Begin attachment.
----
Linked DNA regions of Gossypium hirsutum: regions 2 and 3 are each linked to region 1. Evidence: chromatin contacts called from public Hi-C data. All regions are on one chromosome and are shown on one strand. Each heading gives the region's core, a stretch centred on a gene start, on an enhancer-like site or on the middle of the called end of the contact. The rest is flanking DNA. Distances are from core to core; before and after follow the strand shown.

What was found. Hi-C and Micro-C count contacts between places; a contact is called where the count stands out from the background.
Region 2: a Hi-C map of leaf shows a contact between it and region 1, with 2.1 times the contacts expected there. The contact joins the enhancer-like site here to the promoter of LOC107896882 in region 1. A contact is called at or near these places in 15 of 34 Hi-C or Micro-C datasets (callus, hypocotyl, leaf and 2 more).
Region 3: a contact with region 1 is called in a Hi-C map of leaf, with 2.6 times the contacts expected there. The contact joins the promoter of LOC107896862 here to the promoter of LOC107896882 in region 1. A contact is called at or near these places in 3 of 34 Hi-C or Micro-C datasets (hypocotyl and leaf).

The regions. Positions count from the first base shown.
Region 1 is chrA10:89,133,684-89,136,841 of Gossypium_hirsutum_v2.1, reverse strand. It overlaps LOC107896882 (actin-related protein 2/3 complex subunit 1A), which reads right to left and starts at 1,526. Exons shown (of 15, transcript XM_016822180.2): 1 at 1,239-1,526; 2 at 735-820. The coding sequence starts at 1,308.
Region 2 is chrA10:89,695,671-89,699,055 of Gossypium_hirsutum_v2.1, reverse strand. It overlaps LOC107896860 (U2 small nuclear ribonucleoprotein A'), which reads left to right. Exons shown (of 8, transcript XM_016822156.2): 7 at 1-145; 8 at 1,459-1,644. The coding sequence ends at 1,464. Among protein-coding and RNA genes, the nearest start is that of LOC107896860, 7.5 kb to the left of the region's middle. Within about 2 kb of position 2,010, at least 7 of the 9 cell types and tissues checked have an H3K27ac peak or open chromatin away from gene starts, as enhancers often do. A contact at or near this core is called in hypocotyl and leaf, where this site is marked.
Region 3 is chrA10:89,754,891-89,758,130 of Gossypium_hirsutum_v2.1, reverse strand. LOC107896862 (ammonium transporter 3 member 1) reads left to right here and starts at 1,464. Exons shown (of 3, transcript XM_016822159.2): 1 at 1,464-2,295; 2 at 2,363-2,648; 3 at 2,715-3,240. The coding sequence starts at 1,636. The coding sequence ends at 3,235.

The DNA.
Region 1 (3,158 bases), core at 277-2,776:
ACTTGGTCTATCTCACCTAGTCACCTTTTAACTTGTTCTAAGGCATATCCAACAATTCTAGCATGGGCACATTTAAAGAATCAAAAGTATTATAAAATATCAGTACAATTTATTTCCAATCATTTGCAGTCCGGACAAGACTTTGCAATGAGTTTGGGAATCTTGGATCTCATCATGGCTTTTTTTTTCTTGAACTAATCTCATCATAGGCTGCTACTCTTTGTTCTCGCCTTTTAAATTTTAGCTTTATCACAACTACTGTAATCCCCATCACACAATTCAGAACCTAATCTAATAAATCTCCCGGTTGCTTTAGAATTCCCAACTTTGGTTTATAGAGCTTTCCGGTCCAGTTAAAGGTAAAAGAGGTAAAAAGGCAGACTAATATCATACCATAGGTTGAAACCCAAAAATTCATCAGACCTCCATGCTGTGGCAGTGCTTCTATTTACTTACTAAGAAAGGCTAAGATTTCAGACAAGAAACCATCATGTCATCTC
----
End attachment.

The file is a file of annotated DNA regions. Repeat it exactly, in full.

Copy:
Linked DNA regions of Gossypium hirsutum: regions 2 and 3 are each linked to region 1. Evidence: chromatin contacts called from public Hi-C data. All regions are on one chromosome and are shown on one strand. Each heading gives the region's core, a stretch centred on a gene start, on an enhancer-like site or on the middle of the called end of the contact. The rest is flanking DNA. Distances are from core to core; before and after follow the strand shown.

What was found. Hi-C and Micro-C count contacts between places; a contact is called where the count stands out from the background.
Region 2: a Hi-C map of leaf shows a contact between it and region 1, with 2.1 times the contacts expected there. The contact joins the enhancer-like site here to the promoter of LOC107896882 in region 1. A contact is called at or near these places in 15 of 34 Hi-C or Micro-C datasets (callus, hypocotyl, leaf and 2 more).
Region 3: a contact with region 1 is called in a Hi-C map of leaf, with 2.6 times the contacts expected there. The contact joins the promoter of LOC107896862 here to the promoter of LOC107896882 in region 1. A contact is called at or near these places in 3 of 34 Hi-C or Micro-C datasets (hypocotyl and leaf).

The regions. Positions count from the first base shown.
Region 1 is chrA10:89,133,684-89,136,841 of Gossypium_hirsutum_v2.1, reverse strand. It overlaps LOC107896882 (actin-related protein 2/3 complex subunit 1A), which reads right to left and starts at 1,526. Exons shown (of 15, transcript XM_016822180.2): 1 at 1,239-1,526; 2 at 735-820. The coding sequence starts at 1,308.
Region 2 is chrA10:89,695,671-89,699,055 of Gossypium_hirsutum_v2.1, reverse strand. It overlaps LOC107896860 (U2 small nuclear ribonucleoprotein A'), which reads left to right. Exons shown (of 8, transcript XM_016822156.2): 7 at 1-145; 8 at 1,459-1,644. The coding sequence ends at 1,464. Among protein-coding and RNA genes, the nearest start is that of LOC107896860, 7.5 kb to the left of the region's middle. Within about 2 kb of position 2,010, at least 7 of the 9 cell types and tissues checked have an H3K27ac peak or open chromatin away from gene starts, as enhancers often do. A contact at or near this core is called in hypocotyl and leaf, where this site is marked.
Region 3 is chrA10:89,754,891-89,758,130 of Gossypium_hirsutum_v2.1, reverse strand. LOC107896862 (ammonium transporter 3 member 1) reads left to right here and starts at 1,464. Exons shown (of 3, transcript XM_016822159.2): 1 at 1,464-2,295; 2 at 2,363-2,648; 3 at 2,715-3,240. The coding sequence starts at 1,636. The coding sequence ends at 3,235.

The DNA.
Region 1 (3,158 bases), core at 277-2,776:
ACTTGGTCTATCTCACCTAGTCACCTTTTAACTTGTTCTAAGGCATATCCAACAATTCTAGCATGGGCACATTTAAAGAATCAAAAGTATTATAAAATATCAGTACAATTTATTTCCAATCATTTGCAGTCCGGACAAGACTTTGCAATGAGTTTGGGAATCTTGGATCTCATCATGGCTTTTTTTTTCTTGAACTAATCTCATCATAGGCTGCTACTCTTTGTTCTCGCCTTTTAAATTTTAGCTTTATCACAACTACTGTAATCCCCATCACACAATTCAGAACCTAATCTAATAAATCTCCCGGTTGCTTTAGAATTCCCAACTTTGGTTTATAGAGCTTTCCGGTCCAGTTAAAGGTAAAAGAGGTAAAAAGGCAGACTAATATCATACCATAGGTTGAAACCCAAAAATTCATCAGACCTCCATGCTGTGGCAGTGCTTCTATTTACTTACTAAGAAAGGCTAAGATTTCAGACAAGAAACCATCATGTCATCTC